Lobster11 Supporting Member Supporting Member

    Apr 22, 2006
    Williamsburg, VA
    Have you tried this method?

    LoTone, ELG60, thanos k and 1 other person like this.
  10. B-Mac

    B-Mac Sorting Things Out Supporting Member

    Gonna have to try this out
    Lobster11 likes this.
  11. Kriegs

    Kriegs Peace Supporting Member

    Feb 14, 2018
    MA/ RI area
    I have simply given up trying to play without a pick. I found that the proper combination of the plectrum and strings (of course this varies from bass to bass) can give me a sound that is indistinguishable from finger playing. Just a thought that helped me get over the hurdle, as always, YMMV :thumbsup:
    Lefty McGee, BurtMacklinFBI and B-Mac like this.
  12. mambo4


    Jun 9, 2006
    I would not blame physiology, This is most likely a technique issue to be solved by slow attentive practice over time.
    Every body's fingers and finger muscles have differences. That is why players are encouraged to practice alternating "smoothly and consistently". The fact that you both are aware of the difference is good: now you must act on that knowledge. Right handed and left handed players can learn to fret notes/pluck notes in spite of the 'handicap' of using a non-primary hand. Train your fingers to produce the same sound in spite of the differences.

    The solution for frustration in practices always the same: slow down until you can play it accurately ("smoothly, evenly"), then work on up to speed.
  13. Lobster11

    Lobster11 Supporting Member Supporting Member

    Apr 22, 2006
    Williamsburg, VA
    Great! Maybe all you need is to find a particular right-hand technique that works for you, and maybe this is the one. I'll be eager to hear how it goes.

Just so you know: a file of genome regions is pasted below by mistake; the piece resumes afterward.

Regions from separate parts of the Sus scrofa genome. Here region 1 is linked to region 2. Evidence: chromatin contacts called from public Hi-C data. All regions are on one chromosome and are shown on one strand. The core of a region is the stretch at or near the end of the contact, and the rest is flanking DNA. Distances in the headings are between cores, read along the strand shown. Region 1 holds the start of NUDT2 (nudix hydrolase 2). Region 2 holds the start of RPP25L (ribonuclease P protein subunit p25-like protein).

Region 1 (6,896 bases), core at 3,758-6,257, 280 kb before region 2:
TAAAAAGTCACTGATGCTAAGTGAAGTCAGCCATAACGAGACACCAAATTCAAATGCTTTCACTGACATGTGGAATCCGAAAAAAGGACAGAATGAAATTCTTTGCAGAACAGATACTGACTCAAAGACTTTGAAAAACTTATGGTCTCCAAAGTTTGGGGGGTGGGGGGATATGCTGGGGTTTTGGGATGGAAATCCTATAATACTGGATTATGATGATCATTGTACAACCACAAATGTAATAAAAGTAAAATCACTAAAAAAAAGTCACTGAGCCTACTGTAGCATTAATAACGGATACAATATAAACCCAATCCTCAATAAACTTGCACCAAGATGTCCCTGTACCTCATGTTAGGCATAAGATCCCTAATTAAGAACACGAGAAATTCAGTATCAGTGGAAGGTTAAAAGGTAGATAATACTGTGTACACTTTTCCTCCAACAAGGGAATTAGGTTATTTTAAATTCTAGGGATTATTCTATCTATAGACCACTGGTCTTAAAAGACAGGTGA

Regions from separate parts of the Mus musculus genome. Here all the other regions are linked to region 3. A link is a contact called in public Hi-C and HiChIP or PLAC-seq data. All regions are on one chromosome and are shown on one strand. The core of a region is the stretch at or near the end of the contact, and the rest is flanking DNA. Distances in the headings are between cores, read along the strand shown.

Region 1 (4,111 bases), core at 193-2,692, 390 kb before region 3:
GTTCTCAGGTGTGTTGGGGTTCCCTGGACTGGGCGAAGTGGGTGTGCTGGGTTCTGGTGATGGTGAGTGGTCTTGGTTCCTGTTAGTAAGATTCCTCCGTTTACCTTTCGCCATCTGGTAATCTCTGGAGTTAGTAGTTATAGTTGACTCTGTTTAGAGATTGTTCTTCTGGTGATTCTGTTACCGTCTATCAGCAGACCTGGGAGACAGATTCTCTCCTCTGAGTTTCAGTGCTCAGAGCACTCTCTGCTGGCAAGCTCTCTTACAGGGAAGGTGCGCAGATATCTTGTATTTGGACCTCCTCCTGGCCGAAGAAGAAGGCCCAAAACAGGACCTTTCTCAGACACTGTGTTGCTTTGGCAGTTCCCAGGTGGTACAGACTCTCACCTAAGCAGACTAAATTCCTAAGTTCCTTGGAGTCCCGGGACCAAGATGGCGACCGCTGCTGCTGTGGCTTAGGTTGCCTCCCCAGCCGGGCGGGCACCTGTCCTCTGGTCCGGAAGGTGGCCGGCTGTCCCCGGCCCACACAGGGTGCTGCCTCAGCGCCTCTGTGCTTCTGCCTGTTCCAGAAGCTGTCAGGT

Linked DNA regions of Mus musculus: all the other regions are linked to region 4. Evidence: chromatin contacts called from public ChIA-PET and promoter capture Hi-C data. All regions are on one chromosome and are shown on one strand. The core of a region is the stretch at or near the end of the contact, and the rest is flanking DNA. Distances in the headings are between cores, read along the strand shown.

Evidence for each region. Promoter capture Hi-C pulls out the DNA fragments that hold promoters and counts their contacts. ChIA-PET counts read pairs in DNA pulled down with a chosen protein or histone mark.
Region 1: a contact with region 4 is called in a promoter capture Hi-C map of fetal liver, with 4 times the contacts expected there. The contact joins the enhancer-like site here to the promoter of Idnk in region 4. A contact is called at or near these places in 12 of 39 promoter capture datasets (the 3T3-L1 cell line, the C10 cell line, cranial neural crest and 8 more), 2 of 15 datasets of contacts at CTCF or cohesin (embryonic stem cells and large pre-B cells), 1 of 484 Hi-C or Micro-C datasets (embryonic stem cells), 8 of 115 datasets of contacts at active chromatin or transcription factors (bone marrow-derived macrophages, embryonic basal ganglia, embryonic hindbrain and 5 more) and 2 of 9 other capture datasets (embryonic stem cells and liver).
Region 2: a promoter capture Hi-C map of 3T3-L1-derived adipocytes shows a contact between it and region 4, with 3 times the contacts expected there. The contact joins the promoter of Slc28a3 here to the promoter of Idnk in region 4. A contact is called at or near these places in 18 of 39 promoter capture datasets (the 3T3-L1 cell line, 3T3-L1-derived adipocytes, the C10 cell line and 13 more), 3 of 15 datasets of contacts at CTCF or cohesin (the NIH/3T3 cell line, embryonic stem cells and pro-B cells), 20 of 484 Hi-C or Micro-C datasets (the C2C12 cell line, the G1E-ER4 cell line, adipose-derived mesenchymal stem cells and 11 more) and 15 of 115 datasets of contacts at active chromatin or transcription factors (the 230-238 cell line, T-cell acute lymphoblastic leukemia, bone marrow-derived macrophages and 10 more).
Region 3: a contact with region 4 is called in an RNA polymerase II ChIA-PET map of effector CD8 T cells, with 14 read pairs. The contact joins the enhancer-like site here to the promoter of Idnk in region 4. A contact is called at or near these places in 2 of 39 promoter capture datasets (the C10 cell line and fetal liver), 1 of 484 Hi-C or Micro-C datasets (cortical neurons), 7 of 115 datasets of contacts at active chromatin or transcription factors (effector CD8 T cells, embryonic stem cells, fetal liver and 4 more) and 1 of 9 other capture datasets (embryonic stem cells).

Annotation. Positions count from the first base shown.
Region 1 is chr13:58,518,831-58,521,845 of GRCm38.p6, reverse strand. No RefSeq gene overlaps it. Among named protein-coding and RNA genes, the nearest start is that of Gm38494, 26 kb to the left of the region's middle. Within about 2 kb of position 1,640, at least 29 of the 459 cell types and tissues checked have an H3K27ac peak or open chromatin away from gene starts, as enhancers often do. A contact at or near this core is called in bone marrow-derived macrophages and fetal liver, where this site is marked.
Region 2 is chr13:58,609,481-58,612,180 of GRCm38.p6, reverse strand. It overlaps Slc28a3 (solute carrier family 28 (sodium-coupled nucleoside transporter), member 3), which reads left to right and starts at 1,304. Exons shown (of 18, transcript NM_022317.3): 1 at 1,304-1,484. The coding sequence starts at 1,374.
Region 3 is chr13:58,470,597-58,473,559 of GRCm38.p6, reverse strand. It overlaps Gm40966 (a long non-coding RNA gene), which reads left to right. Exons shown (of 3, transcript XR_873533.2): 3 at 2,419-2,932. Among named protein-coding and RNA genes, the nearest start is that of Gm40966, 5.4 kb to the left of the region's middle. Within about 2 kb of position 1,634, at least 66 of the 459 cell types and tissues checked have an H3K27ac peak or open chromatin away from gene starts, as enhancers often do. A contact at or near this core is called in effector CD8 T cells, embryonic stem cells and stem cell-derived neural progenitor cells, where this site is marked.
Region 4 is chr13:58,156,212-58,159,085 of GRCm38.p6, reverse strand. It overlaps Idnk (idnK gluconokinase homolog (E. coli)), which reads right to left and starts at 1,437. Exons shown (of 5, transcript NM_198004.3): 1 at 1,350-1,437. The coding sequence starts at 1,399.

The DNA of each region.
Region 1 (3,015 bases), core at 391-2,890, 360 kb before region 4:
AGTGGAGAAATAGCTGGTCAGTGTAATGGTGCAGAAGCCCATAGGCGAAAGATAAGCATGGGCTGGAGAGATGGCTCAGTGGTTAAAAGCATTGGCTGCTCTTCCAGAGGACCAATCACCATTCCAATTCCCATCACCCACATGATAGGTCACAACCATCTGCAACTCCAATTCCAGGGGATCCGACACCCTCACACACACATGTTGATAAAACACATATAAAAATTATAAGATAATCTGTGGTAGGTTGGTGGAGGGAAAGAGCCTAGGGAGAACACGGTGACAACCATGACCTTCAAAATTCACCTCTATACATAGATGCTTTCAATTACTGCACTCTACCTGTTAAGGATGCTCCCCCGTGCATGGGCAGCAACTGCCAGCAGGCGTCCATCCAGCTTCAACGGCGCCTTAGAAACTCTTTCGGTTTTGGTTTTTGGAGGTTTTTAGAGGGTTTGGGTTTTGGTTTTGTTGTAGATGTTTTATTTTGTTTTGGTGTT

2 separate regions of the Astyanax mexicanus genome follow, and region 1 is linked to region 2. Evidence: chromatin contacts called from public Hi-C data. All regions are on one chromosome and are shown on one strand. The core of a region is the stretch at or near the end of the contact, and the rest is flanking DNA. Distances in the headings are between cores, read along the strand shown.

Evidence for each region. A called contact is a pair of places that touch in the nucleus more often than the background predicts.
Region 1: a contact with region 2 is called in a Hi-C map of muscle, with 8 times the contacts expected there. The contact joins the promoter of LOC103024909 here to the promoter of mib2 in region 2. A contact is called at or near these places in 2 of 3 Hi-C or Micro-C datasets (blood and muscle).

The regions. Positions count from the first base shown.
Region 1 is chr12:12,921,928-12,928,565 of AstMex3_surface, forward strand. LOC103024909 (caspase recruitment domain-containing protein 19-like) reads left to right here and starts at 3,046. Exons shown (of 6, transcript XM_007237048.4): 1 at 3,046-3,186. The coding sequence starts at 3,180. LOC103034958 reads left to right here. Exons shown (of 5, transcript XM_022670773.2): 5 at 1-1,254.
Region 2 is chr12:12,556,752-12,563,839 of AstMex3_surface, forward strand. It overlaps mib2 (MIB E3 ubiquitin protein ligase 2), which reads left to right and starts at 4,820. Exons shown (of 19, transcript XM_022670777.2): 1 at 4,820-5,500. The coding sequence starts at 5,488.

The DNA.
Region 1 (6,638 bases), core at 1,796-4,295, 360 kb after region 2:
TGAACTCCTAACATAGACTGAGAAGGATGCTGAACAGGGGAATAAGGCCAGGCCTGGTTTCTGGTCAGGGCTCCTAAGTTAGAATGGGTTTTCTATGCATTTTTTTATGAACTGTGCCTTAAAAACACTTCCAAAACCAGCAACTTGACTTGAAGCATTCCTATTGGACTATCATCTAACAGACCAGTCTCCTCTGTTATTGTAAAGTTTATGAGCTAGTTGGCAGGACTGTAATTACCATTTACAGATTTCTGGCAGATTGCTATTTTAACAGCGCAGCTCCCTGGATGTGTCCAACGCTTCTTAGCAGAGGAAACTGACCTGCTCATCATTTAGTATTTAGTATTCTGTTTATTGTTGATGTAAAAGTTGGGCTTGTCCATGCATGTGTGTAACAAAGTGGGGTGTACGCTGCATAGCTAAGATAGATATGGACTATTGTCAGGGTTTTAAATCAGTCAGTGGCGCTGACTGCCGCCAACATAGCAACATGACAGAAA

You might find it amusing to know that some of us have experienced the exact same kind of frustration going in the opposite direction. It might be hard for you to imagine, but if you've never used a pick and go 15 years playing bass without one, learning how to use one is want-to-throw-bass-out-the-window frustrating. I tried off and on for years, but each time I just gave up convinced that I couldn't do it. I didn't really start to get a handle on it until I made the decision to stick with it for as long as it took, and eventually I got the hang of it. If you're as determined as I was -- and it sounds like you are -- you just need a little patience and you'll get it. Good luck!
    ELG60, eJake, cchorney and 5 others like this.
  14. mambo4


    Jun 9, 2006
    Indeed. Getting a decent , even sound across strings with a plectrum is a challenge for me.
    I have to slow down and pay close attention to get it right - and I've been playing for 3 decades.
    Pilgrim, B-Mac and Lobster11 like this.
  15. B-Mac

    B-Mac Sorting Things Out Supporting Member

    Wow! Amazing how we’re at opposite ends. Once you have cross picking down you’re on your way
    Lobster11 likes this.
  16. Another vote for this. I have never spent the time to learn how to play with a pick, although there are long repetitive passages which tend to fatigue my right hand, and which would benefit greatly from use of a pick.
  17. The only reason I ever switch away from a pick to fingers is because I play completely differently with fingers. I don't have great technical skill with fingerstyle, but have cobbled together my own technique that makes it work for me. If it's just a sound thing, though, I can get 97% of the way there by changing the way I use the pick... and that's close enough for me.
  18. Joedog


    Jan 28, 2010
    Pensacola FL
    If you want less "thud" with a sharper attack, pluck closer to the bridge!
    brett adams, Joebone and jamro217 like this.
  19. cool breeze

    cool breeze

    May 13, 2016
    If I’m not mistaken Bill Wyman picked over the fretboard.
    Joebone likes this.
  20. MrLenny1


    Jan 17, 2009
    Good Luck.
    JRA likes this.